By the Waters of Babylon: An Introduction to the History and Theology of the Exile

By the Waters of Babylon: An Introduction to the History and Theology of the Exile

By the Waters of Babylon: An Introduction to the History and Theology of the Exile

By the Waters of Babylon: An Introduction to the History and Theology of the Exile

Excerpt

Every human story of any significance at all is a tale of hope and despair. In our schemes of categorization, those tales in which hope predominates are termed "comedies," while those in which the despair is master are "tragedies." The two theatrical masks, one smiling, the other frowning, which are represented in some form in nearly every playhouse in the world, are an attempt to symbolize the dark and the light of life.

The story which this book undertakes to tell is, on the face of it, a narrative of calamity, a tale of physical suffering and of spiritual disillusion. And so it should, from one vantage point at least, be labeled a tragedy and shelved alongside the Antigones and the Macbeths in the library of the human heart.

Yet one consideration prevents such a cataloging, one lyric echo in the midst of the brutal noises. It is the faith of the people who are caught up in the mélange of cracked hearts and broken bodies. It is their conviction that the God whom they worship will somehow impose a meaning upon all the violent events, or that, if that meaning is already there, he will lead them to understand it. And it is their further faith that, when that meaning is discovered, it will be a quality of compassion and grace which are present only because he has placed them there.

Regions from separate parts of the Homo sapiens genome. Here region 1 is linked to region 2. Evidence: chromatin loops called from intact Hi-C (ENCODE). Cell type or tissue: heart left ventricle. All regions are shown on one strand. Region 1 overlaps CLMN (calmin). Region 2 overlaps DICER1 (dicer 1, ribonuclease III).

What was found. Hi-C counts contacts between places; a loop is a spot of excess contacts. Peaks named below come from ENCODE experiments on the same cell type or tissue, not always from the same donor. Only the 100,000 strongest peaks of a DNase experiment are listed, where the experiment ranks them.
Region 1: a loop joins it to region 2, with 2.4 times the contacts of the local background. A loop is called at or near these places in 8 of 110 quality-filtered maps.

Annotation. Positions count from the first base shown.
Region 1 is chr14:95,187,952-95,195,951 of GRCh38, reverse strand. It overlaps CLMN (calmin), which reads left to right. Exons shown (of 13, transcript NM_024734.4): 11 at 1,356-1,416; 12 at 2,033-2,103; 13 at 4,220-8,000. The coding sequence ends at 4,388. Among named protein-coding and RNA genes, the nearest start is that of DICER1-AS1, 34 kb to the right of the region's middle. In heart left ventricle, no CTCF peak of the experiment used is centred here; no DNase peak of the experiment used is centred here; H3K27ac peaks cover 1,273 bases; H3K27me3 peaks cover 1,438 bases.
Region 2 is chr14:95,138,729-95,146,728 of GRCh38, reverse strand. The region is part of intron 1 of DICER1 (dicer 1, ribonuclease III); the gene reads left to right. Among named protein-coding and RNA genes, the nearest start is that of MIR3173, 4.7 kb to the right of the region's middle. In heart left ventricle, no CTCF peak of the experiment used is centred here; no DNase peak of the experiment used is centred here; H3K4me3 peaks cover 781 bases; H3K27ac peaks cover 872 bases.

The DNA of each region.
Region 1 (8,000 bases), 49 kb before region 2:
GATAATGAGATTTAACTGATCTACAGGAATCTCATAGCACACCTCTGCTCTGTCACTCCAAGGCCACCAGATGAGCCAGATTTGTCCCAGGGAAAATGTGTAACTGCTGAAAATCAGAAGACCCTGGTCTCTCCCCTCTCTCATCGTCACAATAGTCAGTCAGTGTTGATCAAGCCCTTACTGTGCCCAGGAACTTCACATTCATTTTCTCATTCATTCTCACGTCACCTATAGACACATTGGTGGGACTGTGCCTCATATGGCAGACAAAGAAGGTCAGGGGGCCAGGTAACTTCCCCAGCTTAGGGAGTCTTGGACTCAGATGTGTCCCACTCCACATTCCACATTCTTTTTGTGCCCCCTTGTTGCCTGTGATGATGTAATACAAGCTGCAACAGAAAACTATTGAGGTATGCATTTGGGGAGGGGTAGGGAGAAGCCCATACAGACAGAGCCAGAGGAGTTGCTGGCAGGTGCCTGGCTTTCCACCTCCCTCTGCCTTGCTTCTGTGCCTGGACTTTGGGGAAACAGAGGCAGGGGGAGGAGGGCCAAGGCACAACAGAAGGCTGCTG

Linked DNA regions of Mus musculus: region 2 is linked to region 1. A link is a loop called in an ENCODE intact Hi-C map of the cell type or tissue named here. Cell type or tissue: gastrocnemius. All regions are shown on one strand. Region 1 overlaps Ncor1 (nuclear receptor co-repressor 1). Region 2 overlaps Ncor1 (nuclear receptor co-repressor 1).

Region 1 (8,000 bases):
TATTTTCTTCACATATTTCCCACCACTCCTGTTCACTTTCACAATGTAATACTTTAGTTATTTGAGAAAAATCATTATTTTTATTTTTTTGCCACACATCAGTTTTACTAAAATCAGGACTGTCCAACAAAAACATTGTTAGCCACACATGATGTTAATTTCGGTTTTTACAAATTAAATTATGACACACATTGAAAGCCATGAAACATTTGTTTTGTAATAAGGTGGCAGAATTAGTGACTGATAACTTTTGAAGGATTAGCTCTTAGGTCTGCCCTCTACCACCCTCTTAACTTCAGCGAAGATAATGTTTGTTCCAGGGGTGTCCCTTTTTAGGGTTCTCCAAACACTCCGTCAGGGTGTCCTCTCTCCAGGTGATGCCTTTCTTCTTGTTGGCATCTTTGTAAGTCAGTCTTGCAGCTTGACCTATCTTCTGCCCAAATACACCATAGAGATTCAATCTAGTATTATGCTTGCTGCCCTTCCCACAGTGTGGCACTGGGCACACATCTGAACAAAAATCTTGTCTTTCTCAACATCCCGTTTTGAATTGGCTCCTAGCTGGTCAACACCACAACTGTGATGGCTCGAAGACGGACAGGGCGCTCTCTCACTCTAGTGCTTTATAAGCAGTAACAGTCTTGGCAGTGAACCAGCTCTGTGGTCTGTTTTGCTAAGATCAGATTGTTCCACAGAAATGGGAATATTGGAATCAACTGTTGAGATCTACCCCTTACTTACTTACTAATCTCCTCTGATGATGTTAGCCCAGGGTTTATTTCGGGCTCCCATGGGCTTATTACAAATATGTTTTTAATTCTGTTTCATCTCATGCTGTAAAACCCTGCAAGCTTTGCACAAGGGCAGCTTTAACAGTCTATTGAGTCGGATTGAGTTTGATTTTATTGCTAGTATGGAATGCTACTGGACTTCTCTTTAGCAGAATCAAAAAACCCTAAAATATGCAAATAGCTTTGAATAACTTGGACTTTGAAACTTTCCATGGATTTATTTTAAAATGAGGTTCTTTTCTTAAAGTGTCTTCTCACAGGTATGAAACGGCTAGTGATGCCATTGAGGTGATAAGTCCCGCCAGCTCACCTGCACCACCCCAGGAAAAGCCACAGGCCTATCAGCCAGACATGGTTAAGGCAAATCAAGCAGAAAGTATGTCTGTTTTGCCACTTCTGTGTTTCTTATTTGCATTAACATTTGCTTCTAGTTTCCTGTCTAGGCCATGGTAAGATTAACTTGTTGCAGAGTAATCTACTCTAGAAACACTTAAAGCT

To some this tale will appear a supreme example of man's ability to delude himself, a case study in his penchant for whistling through the graveyard of his buried hopes. For others, who have seen far more flagrant cruelty and desolation than this story entails, the hope which survived the great disasters at the end of the Old Testament period will seem all too easy and trivial.

But in between, there are many who have been touched by the events related in this volume and who have taken with greatest seriousness both the tragedy and the hope. And they will have found in the faith in God which spawned that hope—a faith sometimes flickering, sometimes misplaced, sometimes sterilely institutionalized, but also frequently courageous and vital—a key to the unlocking of all human confrontations with tragedy. They will find a prelude to the ultimate expression of human hope, the Easter faith in the Risen Christ.

This volume attempts to tell the story of the Jewish people during those years before the destruction of Jerusalem in 587 B.C., to profile the Jewish experience under Babylonian rule, and to sketch the shape of those hopes which led to Jerusalem's restoration under the Davidic princes Sheshbazzar and Zerubbabel.

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